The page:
FOR IMMEDIATE RELEASE
‘Privatization Primer’ Not Ready for Prime Time
Review finds Mackinac Center report offers little evidence for privatization, ignores arguments against the practice
Contact: Teri Battaglieri, (517) 203-2940; (email) email@example.com
Clive Belfield, (917) 821-9219; (email) firstname.lastname@example.org
EAST LANSING, Mich. (Feb. 19, 2008) – A report last year billed as a guide for Michigan schools and others on privatizing school services offers little evidence to support its premise that privatizing those services saves money or is otherwise beneficial according to a new review of the document.
Issued by the Mackinac Center, the report is entitled, “A School Privatization Primer for Michigan School Officials, Media, and Residents.” It was reviewed for the Think Twice project by Professor Clive Belfield, an economist at Queens College, City University of New York.
The “Privatization Primer” argues for contracting out schools’ food, transportation and custodial services and offers guidelines for carrying out that task. Belfield credits the report for providing credible surveys of the current breadth of contracting-out practices and describes “practical steps for issuing and monitoring contracts” that might be helpful to districts who wish to pursue the strategy. But, Belfield concludes, its usefulness stops there.
The report, he says, “does not offer a balanced framework for assessing the costs and benefits of contracting out.” It ignores transaction costs, reports only on officials’ perception of the advantages of contracting out while omitting any discussion of disadvantages, and fails to acknowledge that research evidence on the practice in education “is far from conclusive.” In fact, Belfield finds little evidence to support the underlying assumption that privatizing these services does save districts money.
Throughout the document, Belfield notes, the author fails to consider any evidence that might contradict his assumptions about the benefits of contracting out. “For example, no investigation is made either of the number of terminated contracts or of the failed attempts to hire a contractor at lower cost than existing public realm provision of these services,” Belfield writes. “Similarly, no mention is made of the likelihood that private contractors will ‘cherry-pick’ the easiest services and leave the public enterprise to provide the more expensive ones.”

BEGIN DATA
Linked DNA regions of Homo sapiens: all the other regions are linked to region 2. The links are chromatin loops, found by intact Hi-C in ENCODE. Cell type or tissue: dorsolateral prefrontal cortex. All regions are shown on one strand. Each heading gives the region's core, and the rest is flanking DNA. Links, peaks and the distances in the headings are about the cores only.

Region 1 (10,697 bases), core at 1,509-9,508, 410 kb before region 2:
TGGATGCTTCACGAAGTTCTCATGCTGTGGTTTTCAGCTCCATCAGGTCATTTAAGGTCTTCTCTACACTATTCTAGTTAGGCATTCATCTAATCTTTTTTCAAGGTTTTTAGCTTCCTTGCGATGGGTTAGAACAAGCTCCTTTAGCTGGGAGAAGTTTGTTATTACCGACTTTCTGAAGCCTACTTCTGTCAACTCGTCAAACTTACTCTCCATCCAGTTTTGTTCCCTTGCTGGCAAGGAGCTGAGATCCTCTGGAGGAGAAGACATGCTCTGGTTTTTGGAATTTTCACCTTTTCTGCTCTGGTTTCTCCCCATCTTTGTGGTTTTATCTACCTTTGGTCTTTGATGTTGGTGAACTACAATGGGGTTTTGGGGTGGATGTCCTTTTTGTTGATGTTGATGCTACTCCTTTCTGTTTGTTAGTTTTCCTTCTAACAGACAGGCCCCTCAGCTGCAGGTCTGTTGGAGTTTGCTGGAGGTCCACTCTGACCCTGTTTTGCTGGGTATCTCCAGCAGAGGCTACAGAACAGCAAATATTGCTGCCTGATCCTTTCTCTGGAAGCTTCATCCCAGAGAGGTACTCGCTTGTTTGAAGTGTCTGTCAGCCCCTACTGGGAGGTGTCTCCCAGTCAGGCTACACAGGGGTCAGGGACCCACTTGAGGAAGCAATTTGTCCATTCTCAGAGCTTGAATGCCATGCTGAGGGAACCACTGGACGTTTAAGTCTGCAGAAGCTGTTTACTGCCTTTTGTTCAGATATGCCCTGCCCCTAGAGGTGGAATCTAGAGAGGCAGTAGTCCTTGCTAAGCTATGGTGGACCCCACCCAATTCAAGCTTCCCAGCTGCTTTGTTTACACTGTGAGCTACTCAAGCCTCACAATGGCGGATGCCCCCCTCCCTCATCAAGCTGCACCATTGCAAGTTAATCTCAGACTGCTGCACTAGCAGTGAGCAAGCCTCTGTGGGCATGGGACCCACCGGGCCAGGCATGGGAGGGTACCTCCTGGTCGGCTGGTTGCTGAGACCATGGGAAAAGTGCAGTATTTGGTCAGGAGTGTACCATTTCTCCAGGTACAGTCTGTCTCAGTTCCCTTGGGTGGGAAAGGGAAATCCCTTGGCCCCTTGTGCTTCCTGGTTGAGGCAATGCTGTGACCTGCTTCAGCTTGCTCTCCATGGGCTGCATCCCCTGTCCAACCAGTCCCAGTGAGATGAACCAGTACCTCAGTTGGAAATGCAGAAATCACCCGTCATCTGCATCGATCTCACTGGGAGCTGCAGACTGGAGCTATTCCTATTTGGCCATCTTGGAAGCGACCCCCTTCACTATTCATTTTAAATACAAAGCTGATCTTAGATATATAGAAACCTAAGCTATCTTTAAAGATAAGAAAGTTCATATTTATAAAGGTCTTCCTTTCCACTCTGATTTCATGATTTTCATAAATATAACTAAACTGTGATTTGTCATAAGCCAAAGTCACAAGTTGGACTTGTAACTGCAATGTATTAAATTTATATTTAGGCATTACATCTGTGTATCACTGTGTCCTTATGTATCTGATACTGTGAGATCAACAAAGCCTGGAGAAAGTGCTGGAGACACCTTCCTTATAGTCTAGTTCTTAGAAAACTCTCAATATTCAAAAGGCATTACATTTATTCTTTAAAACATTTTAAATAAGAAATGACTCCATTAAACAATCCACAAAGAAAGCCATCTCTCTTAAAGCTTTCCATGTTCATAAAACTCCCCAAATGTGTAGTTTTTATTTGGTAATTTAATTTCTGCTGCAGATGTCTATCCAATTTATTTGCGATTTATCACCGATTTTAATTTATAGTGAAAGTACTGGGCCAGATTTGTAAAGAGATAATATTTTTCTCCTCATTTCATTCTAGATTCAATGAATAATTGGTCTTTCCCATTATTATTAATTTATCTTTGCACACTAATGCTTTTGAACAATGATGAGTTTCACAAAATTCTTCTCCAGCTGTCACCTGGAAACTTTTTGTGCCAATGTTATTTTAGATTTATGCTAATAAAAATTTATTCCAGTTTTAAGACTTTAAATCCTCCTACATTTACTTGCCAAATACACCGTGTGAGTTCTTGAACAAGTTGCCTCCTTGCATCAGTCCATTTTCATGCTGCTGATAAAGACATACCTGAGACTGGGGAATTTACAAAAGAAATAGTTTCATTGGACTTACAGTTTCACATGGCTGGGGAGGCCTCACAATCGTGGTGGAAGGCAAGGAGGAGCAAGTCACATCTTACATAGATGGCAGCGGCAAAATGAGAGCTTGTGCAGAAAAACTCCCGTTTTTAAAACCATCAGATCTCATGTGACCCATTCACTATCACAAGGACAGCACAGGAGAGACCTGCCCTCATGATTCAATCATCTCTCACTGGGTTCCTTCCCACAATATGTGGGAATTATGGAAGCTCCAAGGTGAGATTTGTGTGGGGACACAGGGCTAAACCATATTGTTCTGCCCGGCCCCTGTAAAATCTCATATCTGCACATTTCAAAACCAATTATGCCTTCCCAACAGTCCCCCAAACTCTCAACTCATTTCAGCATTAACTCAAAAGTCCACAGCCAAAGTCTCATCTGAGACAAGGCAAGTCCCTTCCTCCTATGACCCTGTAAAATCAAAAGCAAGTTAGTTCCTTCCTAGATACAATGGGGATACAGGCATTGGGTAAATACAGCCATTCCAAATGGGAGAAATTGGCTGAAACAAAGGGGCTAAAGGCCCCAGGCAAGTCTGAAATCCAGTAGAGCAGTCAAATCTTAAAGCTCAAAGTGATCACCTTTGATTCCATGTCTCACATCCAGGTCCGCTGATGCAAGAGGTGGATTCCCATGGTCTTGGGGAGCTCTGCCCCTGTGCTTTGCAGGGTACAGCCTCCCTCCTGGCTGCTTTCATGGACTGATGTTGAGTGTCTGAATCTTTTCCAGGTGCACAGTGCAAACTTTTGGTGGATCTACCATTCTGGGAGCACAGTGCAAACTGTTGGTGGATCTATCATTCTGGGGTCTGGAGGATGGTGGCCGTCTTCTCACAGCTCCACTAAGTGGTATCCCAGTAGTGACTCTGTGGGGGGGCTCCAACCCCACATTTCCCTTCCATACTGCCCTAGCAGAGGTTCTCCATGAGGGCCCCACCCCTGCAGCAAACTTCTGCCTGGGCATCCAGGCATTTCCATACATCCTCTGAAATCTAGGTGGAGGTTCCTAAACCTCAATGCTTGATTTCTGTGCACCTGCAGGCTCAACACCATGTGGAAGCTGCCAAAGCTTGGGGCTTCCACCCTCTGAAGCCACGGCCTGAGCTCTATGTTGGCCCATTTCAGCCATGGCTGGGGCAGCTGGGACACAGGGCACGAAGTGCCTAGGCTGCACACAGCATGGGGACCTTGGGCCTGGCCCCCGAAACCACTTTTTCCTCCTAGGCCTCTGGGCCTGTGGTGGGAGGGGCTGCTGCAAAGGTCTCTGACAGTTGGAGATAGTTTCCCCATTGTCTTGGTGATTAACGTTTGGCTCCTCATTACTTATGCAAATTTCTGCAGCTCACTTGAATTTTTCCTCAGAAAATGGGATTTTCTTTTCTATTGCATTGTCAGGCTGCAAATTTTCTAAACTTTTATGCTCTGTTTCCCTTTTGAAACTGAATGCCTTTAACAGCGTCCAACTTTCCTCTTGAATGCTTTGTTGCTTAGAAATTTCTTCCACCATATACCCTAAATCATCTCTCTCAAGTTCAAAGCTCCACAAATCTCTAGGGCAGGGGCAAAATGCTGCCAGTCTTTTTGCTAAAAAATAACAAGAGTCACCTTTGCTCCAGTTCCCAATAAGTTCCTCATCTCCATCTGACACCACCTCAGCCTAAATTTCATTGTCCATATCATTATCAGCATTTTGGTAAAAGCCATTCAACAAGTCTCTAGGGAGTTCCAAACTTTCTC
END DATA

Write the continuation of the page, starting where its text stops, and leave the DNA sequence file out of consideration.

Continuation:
“The report may be successful in persuading districts to consider contracting out,” Belfield says, “but this change may not be financially or otherwise appropriate for any given district.”
Find the complete review by Clive Belfield as well as a link to the Mackinac Center report at: http://www.greatlakescenter.org.
About the Think Tank Review Project
The Think Twice project provides the public, policy makers and the press with timely, academically sound reviews of selected think tank publications. It is a collaboration of the Education Policy Studies Laboratory at Arizona State University and the Education and the Public Interest Center at the University of Colorado at Boulder and is funded by the Great Lakes Center for Education Research and Practice.
The mission of the Great Lakes Center is to improve public education for all students in the Great Lakes region through the support and dissemination of high quality, academically sound research on education policy and practices.